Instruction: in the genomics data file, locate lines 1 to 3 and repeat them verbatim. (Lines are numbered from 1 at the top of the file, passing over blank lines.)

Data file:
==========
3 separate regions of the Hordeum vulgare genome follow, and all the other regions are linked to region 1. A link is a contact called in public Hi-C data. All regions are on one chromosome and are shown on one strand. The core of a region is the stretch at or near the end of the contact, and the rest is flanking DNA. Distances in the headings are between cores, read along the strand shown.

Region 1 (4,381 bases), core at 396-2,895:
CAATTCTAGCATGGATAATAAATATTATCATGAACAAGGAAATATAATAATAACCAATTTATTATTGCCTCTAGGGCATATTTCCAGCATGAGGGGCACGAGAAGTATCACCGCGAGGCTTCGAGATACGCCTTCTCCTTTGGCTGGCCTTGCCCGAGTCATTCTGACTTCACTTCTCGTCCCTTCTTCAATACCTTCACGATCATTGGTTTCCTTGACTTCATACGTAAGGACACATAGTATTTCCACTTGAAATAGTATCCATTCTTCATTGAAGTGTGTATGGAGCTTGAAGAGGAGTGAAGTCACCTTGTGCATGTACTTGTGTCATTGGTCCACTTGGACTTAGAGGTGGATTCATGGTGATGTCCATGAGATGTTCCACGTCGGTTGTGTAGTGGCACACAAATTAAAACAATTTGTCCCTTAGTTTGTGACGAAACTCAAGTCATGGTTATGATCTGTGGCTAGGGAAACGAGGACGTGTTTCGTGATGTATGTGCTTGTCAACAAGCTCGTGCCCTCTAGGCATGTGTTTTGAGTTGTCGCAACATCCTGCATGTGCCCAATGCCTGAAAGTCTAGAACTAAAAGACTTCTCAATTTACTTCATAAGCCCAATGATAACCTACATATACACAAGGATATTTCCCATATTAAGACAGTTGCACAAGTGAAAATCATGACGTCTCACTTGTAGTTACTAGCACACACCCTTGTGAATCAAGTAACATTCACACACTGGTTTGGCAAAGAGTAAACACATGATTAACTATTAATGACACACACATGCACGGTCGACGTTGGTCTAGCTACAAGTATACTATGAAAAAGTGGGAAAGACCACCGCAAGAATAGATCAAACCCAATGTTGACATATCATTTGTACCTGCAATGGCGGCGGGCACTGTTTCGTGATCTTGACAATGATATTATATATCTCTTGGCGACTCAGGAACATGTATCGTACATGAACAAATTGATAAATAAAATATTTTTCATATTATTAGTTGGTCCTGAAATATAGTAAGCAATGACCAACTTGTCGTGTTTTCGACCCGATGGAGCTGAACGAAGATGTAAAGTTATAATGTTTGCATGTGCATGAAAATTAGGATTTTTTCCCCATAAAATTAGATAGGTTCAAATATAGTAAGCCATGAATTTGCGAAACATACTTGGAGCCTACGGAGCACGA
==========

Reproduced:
3 separate regions of the Hordeum vulgare genome follow, and all the other regions are linked to region 1. A link is a contact called in public Hi-C data. All regions are on one chromosome and are shown on one strand. The core of a region is the stretch at or near the end of the contact, and the rest is flanking DNA. Distances in the headings are between cores, read along the strand shown.

Region 1 (4,381 bases), core at 396-2,895:
CAATTCTAGCATGGATAATAAATATTATCATGAACAAGGAAATATAATAATAACCAATTTATTATTGCCTCTAGGGCATATTTCCAGCATGAGGGGCACGAGAAGTATCACCGCGAGGCTTCGAGATACGCCTTCTCCTTTGGCTGGCCTTGCCCGAGTCATTCTGACTTCACTTCTCGTCCCTTCTTCAATACCTTCACGATCATTGGTTTCCTTGACTTCATACGTAAGGACACATAGTATTTCCACTTGAAATAGTATCCATTCTTCATTGAAGTGTGTATGGAGCTTGAAGAGGAGTGAAGTCACCTTGTGCATGTACTTGTGTCATTGGTCCACTTGGACTTAGAGGTGGATTCATGGTGATGTCCATGAGATGTTCCACGTCGGTTGTGTAGTGGCACACAAATTAAAACAATTTGTCCCTTAGTTTGTGACGAAACTCAAGTCATGGTTATGATCTGTGGCTAGGGAAACGAGGACGTGTTTCGTGATGTATGTGCTTGTCAACAAGCTCGTGCCCTCTAGGCATGTGTTTTGAGTTGTCGCAACATCCTGCATGTGCCCAATGCCTGAAAGTCTAGAACTAAAAGACTTCTCAATTTACTTCATAAGCCCAATGATAACCTACATATACACAAGGATATTTCCCATATTAAGACAGTTGCACAAGTGAAAATCATGACGTCTCACTTGTAGTTACTAGCACACACCCTTGTGAATCAAGTAACATTCACACACTGGTTTGGCAAAGAGTAAACACATGATTAACTATTAATGACACACACATGCACGGTCGACGTTGGTCTAGCTACAAGTATACTATGAAAAAGTGGGAAAGACCACCGCAAGAATAGATCAAACCCAATGTTGACATATCATTTGTACCTGCAATGGCGGCGGGCACTGTTTCGTGATCTTGACAATGATATTATATATCTCTTGGCGACTCAGGAACATGTATCGTACATGAACAAATTGATAAATAAAATATTTTTCATATTATTAGTTGGTCCTGAAATATAGTAAGCAATGACCAACTTGTCGTGTTTTCGACCCGATGGAGCTGAACGAAGATGTAAAGTTATAATGTTTGCATGTGCATGAAAATTAGGATTTTTTCCCCATAAAATTAGATAGGTTCAAATATAGTAAGCCATGAATTTGCGAAACATACTTGGAGCCTACGGAGCACGA